Fred Saberhagen's Empire of the East (A) The book is in three parts, originally published separately (The Broken Lands, The Black Mountains, Ardneh's World), each with a different POV. The story takes place in a future where magic is the norm (and takes energy from the magic user; nice consistent world-building) and technology is viewed with scepticism. Its characters are complex, evolving, and memorable.

And here's the list so far )

vilakins: (books)

An interesting book rec meme from [livejournal.com profile] norda. I'm putting quite a few of the books listed so far on my reading list.

Once the shock of reading Harry Potter and the Deathly Hallows for the fifth time in a row wears off, some readers may be wondering what they can read next. So why not start a meme of suggestions?

Copy and paste the directions and the list so far, and then add three (and only three) new fantasy or SF books to the top of the list that that those who enjoyed Harry Potter may also enjoy. Label the books as either YA (young adult, suitable for the younger fans of Harry Potter) or A (adult,suitable for the not-so-younger fans of Harry Potter). It will be understood that anything labelled YA is also recommended for A.
Here are mine:

[livejournal.com profile] vilakins recommends:

Madeleine L'Engle's A Wrinkle in Time (YA) Three children are transported through the galaxy via tesseract (a fold in space and time) to fight the dark cloud of evil that is threatening it and the earth. This work of powerful imagination opened my young mind to SF and stories of wonder, and I'm sure it would appeal to anyone who enjoyed Harry Potter. Oh and it starts with "It was a dark and stormy night..." :-)

Diana Wynne Jones's Howl's Moving Castle (YA) Set in a world of magic with a heroine who doesn't let being the eldest (and therefore unluckiest) child or being cursed into old age stop her.from going off to live life to the full.

Fred Saberhagen's Empire of the East (A) The book is in three parts, originally published separately (The Broken Lands, The Black Mountains, Ardneh's World), each with a different POV. The story takes place in a future where magic is the norm (and takes energy from the magic user; nice consistent world-building) and technology is viewed with scepticism. Its characters are complex, evolving, and memorable.

And here's the list so far )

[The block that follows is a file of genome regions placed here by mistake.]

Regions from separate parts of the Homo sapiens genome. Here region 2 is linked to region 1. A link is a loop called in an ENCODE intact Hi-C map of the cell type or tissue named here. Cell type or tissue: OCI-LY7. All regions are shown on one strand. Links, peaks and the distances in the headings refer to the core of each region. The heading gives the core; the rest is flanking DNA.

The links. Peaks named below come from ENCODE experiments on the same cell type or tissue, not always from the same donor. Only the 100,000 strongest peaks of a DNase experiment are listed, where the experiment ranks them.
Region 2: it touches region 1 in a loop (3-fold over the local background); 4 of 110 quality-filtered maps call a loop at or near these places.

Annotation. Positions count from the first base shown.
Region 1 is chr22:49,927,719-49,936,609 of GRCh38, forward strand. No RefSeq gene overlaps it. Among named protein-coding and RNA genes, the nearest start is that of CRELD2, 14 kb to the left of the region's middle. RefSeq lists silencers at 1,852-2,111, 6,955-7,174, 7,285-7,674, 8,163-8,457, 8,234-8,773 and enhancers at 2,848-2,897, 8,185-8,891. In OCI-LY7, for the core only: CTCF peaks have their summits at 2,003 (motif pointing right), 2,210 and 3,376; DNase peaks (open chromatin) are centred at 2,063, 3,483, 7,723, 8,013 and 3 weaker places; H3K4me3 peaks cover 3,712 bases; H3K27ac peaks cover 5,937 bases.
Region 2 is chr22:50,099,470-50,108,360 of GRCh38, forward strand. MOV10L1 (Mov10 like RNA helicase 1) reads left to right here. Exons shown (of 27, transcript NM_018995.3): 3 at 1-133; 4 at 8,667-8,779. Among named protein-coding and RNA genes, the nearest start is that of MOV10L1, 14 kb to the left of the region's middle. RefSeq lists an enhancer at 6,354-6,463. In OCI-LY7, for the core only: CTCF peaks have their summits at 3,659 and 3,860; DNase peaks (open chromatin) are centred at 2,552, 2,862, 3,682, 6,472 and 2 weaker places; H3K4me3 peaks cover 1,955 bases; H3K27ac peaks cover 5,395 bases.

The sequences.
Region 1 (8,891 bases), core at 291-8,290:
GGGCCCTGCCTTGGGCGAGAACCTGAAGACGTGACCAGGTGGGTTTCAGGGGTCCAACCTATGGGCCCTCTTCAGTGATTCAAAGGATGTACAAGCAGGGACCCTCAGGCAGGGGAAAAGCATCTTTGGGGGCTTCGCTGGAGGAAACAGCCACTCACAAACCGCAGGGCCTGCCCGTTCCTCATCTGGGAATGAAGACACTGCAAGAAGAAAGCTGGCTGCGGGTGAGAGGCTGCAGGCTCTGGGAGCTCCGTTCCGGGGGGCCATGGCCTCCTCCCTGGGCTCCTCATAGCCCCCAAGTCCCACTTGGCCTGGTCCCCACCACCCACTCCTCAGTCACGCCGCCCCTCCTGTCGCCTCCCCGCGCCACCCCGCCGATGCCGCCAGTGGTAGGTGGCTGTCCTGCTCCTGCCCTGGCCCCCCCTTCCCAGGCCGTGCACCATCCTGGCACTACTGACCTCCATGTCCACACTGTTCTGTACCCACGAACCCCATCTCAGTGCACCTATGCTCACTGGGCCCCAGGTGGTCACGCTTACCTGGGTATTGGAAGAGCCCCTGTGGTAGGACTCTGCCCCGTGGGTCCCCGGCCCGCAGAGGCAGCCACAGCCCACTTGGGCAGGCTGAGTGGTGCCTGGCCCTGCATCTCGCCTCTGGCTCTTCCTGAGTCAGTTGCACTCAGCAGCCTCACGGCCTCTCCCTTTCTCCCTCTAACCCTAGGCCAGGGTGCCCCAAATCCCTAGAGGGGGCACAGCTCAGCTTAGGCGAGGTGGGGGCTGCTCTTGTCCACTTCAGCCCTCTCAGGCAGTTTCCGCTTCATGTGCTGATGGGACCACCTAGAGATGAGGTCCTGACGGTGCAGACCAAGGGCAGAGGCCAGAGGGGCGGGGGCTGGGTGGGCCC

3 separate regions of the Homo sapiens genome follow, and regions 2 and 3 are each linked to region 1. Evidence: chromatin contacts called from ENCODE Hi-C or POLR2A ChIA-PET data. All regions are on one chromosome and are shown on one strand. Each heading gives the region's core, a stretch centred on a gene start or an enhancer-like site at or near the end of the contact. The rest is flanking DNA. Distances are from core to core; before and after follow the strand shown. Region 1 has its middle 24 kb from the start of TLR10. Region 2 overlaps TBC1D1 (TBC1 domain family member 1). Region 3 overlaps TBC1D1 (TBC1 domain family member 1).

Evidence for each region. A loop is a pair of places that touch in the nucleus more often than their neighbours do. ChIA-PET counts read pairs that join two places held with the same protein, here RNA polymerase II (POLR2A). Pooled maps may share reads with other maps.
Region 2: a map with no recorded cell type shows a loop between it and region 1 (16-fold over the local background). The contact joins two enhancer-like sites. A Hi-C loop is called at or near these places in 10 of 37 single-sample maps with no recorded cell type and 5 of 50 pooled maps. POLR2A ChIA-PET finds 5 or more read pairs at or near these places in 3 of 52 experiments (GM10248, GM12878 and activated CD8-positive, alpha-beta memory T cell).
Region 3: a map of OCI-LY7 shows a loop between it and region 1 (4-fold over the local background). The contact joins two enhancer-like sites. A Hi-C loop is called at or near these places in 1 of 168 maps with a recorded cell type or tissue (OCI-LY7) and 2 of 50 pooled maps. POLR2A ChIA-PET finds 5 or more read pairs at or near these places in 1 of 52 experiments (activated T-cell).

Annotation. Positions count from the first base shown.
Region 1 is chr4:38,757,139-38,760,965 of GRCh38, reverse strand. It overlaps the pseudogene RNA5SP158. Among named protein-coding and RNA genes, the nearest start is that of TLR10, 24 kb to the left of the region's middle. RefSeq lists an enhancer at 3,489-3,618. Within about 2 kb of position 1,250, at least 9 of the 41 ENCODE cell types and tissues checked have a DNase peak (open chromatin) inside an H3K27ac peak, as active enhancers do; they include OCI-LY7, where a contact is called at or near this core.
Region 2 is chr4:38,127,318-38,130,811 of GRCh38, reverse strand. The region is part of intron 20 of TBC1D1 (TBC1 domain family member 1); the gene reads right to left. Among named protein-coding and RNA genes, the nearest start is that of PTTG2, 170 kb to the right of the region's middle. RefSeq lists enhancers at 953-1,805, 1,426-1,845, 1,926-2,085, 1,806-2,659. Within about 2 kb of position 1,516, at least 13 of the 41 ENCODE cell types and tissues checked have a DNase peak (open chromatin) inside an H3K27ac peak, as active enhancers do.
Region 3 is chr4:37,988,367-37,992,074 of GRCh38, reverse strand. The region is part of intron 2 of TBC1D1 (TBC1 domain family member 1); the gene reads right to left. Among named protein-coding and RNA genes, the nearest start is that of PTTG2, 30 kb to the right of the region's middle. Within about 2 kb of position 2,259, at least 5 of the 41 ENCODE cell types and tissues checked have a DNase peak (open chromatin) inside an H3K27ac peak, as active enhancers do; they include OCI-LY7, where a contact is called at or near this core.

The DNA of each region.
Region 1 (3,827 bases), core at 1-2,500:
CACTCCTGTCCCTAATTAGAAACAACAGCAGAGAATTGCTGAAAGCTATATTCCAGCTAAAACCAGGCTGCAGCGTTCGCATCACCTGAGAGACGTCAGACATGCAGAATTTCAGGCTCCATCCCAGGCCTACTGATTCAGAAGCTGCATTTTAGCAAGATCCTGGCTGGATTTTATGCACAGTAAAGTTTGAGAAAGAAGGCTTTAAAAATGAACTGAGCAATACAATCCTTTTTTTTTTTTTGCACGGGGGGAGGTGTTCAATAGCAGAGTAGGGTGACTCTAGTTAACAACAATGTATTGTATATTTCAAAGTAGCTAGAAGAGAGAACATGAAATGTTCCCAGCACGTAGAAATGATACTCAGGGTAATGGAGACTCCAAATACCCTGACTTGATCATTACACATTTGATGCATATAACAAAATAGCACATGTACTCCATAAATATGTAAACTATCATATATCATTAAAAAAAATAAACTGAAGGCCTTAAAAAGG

vilakins: (books)

Before I go to bed (after far too much to eat at Café Jazz for our anniversary), here's another one of those book lists, this one from [livejournal.com profile] kernezelda.
The most significant SF and Fantasy Books of the Last 50 Years (1953-2002) according to the Science Fiction Book Club.

50 books; you know the drill )

vilakins: (books)

Before I go to bed (after far too much to eat at Café Jazz for our anniversary), here's another one of those book lists, this one from [livejournal.com profile] kernezelda.
The most significant SF and Fantasy Books of the Last 50 Years (1953-2002) according to the Science Fiction Book Club.

50 books; you know the drill )

vilakins: Vila with stars superimposed (Default)

From several people, the latest of whom is [livejournal.com profile] astrogirl2

  1. Grab the nearest book.
  2. Open the book to page 123.
  3. Find the fifth sentence.
  4. Post the text of the next 4 sentences on your LJ along with these instructions.
  5. Don't you dare dig for that "cool" or "intellectual" book in your closet! I know you were thinking about it! Just pick up whatever is closest.
The closest books are right on my desk: the four Molesworth books by Geoffrey Willans and Ronald Searle. Only one, Whizz for Atomms extends to 123 pages, unless you count Back in Jug Agane which just has 'THE END' on page 123.

Whizz for Atomms has only two sentences (or one, depending on how you look at it) on page 123 and they are:
Exit the wealthy worker 12345/c nye molesworth and all the machines go:

A puff-a grab - sizzle - grunt - scree - ow - gosh - sizzle - screeeeeee - ect.
This is from Molesworth's imagining of the future where he is a highly-paid worker in one of the 'automatick nuclear atommic factories which do all the work by themselves cheers cheers". This was written in 1956 when workers had a lot more power than they do now, and when people thought the biggest problem facing people in the future--the one we're living in--was how to fill their huge numbers of leisure hours.

What happened? People seem to be working harder than ever. Here in NZ we work the longest hours in the world, have fewer holidays than most (3-4 weeks with few public holidays) and people just put up with it. I've stepped back and work fewer hours than most (officially 30 hours a week but usually more like 35) and let me tell you, I would have no problem filling those leisure hours.

vilakins: Vila with stars superimposed (Default)

From several people, the latest of whom is [livejournal.com profile] astrogirl2

  1. Grab the nearest book.
  2. Open the book to page 123.
  3. Find the fifth sentence.
  4. Post the text of the next 4 sentences on your LJ along with these instructions.